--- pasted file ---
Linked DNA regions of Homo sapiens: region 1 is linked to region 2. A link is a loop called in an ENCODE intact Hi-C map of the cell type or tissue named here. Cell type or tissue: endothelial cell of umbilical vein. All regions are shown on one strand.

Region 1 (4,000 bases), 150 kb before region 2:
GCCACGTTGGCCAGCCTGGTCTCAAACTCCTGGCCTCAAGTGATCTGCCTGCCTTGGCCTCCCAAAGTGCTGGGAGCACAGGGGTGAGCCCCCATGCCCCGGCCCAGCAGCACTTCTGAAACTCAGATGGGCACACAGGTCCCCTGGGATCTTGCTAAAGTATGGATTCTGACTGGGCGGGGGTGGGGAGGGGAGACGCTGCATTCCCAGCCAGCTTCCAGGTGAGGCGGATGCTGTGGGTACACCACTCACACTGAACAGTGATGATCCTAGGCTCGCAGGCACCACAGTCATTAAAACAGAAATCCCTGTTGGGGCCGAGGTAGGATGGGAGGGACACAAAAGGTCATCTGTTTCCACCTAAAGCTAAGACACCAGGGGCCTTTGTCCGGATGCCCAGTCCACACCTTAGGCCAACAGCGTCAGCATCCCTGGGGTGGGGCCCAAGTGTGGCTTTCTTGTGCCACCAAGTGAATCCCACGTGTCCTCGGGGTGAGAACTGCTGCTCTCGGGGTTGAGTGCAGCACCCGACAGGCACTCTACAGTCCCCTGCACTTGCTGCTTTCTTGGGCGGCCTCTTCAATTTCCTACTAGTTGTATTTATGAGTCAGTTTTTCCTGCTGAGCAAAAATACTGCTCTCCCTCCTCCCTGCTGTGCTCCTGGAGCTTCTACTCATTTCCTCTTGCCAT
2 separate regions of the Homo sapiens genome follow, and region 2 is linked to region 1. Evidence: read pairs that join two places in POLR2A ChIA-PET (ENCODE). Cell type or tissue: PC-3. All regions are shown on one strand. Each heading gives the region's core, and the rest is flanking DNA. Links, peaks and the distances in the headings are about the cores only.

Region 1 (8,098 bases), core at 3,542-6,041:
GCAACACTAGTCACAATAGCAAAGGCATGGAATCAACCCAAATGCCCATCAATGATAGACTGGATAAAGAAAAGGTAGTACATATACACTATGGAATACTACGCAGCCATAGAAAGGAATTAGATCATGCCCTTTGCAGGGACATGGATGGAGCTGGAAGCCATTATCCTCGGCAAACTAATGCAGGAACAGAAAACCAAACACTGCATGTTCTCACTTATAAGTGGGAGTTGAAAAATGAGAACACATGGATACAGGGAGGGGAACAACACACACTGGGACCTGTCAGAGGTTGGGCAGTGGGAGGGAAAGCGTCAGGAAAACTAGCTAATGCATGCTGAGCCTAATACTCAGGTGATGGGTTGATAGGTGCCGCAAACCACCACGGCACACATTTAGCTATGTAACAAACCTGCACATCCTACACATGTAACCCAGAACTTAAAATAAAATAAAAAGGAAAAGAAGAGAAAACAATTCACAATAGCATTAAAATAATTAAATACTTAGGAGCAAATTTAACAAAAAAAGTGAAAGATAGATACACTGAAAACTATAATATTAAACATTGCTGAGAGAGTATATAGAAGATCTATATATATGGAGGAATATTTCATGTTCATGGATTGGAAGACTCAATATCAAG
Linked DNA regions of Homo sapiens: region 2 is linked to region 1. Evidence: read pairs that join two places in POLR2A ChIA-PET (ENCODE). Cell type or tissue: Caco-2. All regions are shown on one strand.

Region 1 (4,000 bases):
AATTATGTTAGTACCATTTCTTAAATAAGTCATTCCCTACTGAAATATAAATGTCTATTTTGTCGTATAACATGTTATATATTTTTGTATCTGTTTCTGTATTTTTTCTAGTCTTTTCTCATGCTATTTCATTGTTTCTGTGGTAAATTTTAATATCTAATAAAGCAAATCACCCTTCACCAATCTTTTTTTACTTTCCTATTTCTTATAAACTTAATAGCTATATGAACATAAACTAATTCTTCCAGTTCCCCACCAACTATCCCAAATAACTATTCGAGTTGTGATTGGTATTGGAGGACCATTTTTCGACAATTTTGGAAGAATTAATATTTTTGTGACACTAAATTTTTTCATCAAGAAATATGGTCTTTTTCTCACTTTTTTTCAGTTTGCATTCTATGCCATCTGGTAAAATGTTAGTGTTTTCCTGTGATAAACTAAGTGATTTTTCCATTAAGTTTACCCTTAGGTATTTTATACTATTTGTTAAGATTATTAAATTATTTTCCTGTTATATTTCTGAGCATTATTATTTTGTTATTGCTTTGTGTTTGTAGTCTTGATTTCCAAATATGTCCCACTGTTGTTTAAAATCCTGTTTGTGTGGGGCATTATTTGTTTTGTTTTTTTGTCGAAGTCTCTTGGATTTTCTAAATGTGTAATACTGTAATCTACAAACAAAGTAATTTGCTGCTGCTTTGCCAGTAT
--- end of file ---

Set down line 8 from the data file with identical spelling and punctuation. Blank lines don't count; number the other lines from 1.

Region 1 (4,000 bases):